Nottingham Windfarm Open Division 2019

The mixed season is over once more, so we head into the dubiously-named WORE (Women’s and Open Ranking Event) season. It kicks off this weekend, as you all know, with Nottingham WindFarm. I’ll save you any more preamble and dive right into the preview of the Open division!

The top twelve

The Open division is split into a few sections sections – the top 12, KNOCKOUT POOLS for the next 6 teams, and then more normal pools and another set of KNOCKOUT POOLS. The KNOCKOUT POOLS are quite new and exciting (maybe?) so we’ll leave them for now and do this thing in stages.

The top 12 features few surprises, other than Reading dropping out between the draft and final schedule. One would assume that they told UKU they’ll be missing many of their top players, with something of an exodus happening in this post-WUCC world. They’re replaced at 12th seed by Manchester, so let’s start there.

GB men are in the same pool as EMO and Manchester. Realistically it’s the game at midday on Saturday between EMO and Manchester that’s the one to watch here, because GB will win the pool. The two club teams have been reasonably close to each other over previous years, but EMO will be without some of their stalwarts following defections elsewhere – Ben Poole will be making waves elsewhere in Nottingham, for example. I’d back the local team here.

Clapham will obviously be hit hard by the presence of GB in the draw, and will have a smaller squad than usual. Some of their younger players and new additions will be around, though, and they’ll still make a formidable team. I don’t see them having too many problems with Brighton, despite Brighton being able to give them some very good games in the past, and PELT have historically struggled against the Londoners (as has everyone, to be fair). PELT vs Brighton could be a very entertaining matchup, though. I think I’d back PELT but Brighton have in the past showed that they’re capable of playing up to their opponents and making things more uncomfortable than we’d expect.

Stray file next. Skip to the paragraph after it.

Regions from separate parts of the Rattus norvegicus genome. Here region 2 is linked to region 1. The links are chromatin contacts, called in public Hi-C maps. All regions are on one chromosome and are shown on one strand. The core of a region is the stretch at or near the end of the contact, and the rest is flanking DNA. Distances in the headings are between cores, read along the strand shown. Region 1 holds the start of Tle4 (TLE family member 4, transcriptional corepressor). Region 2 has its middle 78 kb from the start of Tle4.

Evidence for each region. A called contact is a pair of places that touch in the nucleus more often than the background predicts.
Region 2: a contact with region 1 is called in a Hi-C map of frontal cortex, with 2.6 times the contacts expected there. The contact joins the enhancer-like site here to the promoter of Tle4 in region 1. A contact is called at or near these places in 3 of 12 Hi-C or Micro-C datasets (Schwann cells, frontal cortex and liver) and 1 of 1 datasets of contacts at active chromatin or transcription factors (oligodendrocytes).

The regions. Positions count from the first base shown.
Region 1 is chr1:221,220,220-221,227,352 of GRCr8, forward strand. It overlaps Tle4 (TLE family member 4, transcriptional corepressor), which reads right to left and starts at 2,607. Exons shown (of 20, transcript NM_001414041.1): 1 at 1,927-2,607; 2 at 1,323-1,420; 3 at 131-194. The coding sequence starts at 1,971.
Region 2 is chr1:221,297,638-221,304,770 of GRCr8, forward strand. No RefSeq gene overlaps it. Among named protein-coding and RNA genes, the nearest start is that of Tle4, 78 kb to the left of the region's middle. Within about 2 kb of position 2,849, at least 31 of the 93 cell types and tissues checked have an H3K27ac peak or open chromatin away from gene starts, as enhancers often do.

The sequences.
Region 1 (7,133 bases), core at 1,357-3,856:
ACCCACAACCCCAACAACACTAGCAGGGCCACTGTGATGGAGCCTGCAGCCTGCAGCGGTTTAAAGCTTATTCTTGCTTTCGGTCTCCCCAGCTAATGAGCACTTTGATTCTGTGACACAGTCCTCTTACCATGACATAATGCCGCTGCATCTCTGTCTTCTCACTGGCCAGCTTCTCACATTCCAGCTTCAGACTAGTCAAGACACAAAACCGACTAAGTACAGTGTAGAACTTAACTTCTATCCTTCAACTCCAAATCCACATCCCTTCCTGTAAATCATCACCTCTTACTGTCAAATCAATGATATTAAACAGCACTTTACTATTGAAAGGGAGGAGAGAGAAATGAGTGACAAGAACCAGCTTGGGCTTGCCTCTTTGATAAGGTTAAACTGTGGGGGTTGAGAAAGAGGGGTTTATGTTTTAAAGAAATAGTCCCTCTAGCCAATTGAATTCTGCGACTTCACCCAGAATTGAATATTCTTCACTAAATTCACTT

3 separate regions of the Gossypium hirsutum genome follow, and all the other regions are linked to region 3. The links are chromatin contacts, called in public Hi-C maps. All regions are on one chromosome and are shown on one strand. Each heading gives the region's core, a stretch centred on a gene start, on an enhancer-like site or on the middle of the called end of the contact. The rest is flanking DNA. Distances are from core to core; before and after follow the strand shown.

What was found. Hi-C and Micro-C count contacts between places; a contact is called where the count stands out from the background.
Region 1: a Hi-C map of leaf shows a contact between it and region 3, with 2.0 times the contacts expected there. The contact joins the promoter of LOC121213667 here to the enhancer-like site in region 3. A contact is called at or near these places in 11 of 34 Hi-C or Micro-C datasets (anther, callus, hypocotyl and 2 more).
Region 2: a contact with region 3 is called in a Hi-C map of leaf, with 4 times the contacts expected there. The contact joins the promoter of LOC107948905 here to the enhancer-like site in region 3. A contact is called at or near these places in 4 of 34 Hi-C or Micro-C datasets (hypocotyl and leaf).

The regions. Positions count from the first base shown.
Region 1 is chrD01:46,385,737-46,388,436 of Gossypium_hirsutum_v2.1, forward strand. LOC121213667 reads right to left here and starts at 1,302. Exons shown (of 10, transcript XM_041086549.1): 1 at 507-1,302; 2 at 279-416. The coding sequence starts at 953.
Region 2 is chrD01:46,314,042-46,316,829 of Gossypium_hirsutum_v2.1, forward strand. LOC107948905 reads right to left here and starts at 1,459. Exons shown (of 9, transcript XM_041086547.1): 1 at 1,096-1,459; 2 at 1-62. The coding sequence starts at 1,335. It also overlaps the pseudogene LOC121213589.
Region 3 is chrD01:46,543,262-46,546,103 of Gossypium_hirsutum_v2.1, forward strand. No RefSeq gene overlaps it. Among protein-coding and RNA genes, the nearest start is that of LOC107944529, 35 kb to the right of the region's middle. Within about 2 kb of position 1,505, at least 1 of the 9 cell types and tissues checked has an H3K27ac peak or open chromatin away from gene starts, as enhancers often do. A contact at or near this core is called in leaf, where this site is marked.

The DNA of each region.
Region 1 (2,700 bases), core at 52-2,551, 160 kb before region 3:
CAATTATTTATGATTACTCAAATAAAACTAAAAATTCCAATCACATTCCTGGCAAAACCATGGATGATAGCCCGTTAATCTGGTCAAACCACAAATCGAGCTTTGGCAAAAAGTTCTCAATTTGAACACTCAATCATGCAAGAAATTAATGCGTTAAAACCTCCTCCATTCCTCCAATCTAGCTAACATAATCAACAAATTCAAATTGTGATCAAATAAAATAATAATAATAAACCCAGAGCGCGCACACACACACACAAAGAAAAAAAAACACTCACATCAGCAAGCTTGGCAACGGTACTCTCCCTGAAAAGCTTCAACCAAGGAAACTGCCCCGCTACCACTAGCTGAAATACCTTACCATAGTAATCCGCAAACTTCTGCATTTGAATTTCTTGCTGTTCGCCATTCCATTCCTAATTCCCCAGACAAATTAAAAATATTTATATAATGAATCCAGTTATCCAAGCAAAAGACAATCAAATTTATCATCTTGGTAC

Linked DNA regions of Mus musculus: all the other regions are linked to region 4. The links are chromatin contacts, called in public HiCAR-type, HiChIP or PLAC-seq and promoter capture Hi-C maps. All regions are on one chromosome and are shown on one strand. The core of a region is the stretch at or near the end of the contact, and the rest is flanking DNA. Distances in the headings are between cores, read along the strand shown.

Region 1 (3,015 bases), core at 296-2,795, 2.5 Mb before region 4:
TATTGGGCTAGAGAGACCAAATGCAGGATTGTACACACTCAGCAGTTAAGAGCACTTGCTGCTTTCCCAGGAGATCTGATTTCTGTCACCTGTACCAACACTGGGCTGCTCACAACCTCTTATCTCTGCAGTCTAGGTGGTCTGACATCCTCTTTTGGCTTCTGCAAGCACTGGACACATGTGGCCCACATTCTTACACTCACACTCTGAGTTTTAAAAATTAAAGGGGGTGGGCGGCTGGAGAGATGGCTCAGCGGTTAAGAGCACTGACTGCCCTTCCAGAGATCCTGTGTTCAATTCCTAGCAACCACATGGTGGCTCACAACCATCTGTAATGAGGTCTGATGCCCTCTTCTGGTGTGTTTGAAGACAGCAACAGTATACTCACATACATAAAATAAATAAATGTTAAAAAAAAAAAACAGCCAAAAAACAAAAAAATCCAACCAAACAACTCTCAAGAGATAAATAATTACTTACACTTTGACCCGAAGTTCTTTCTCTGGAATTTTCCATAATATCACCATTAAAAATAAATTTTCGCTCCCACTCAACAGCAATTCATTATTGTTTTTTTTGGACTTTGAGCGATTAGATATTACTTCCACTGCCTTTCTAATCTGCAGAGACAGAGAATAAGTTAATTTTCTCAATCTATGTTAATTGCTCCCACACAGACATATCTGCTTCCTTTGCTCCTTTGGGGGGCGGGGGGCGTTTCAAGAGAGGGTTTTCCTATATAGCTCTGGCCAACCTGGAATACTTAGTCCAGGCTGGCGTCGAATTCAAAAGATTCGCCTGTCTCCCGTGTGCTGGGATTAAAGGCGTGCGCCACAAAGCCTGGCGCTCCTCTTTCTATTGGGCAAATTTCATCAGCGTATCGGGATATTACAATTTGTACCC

The third pool is where things get interesting. Ka-Pow! entered three events last season and played well, winning the overall Tour title. Chevron entered only two, so they get 90% of their average as per the new rankings rules, which were applied retroactively to create this year’s initial rankings. That means Ka-Pow! are your third seeds. They’re rewarded with Devon and SMOG in their pool, which is a bloody awful reward in my opinion. Devon are probably going to be very Devon – loud, athletic and confident in themselves and their teammates – and SMOG are a team with great cohesion and some very talented individuals. I think I’d take Ka-Pow! as favourites here but it’s going to be tight all round I think. I’ll back SMOG over Devon with as little confidence as I have in any pick here, mainly because Devon may be missing a few to GB duty.

Finally, Chevron will face the GB Masters team and Ranelagh. The masters could be a dark horse for a semi-final spot, even with a team like Chevron in their pool. Many of the players come from GB experience or continue to play at a very high club level – this squad list is no joke. They’ll not be lacking from an athleticism standpoint, and they could make significant waves if they can top Chevron in the second game of the day. Ranelagh are relegated to also-ran status in this preview as the least interesting team in the pool, but they’re bringing pretty much a full squad and will be as good as they commonly are. I see them keeping things close against both teams, but don’t think they’ll be able to change their seed.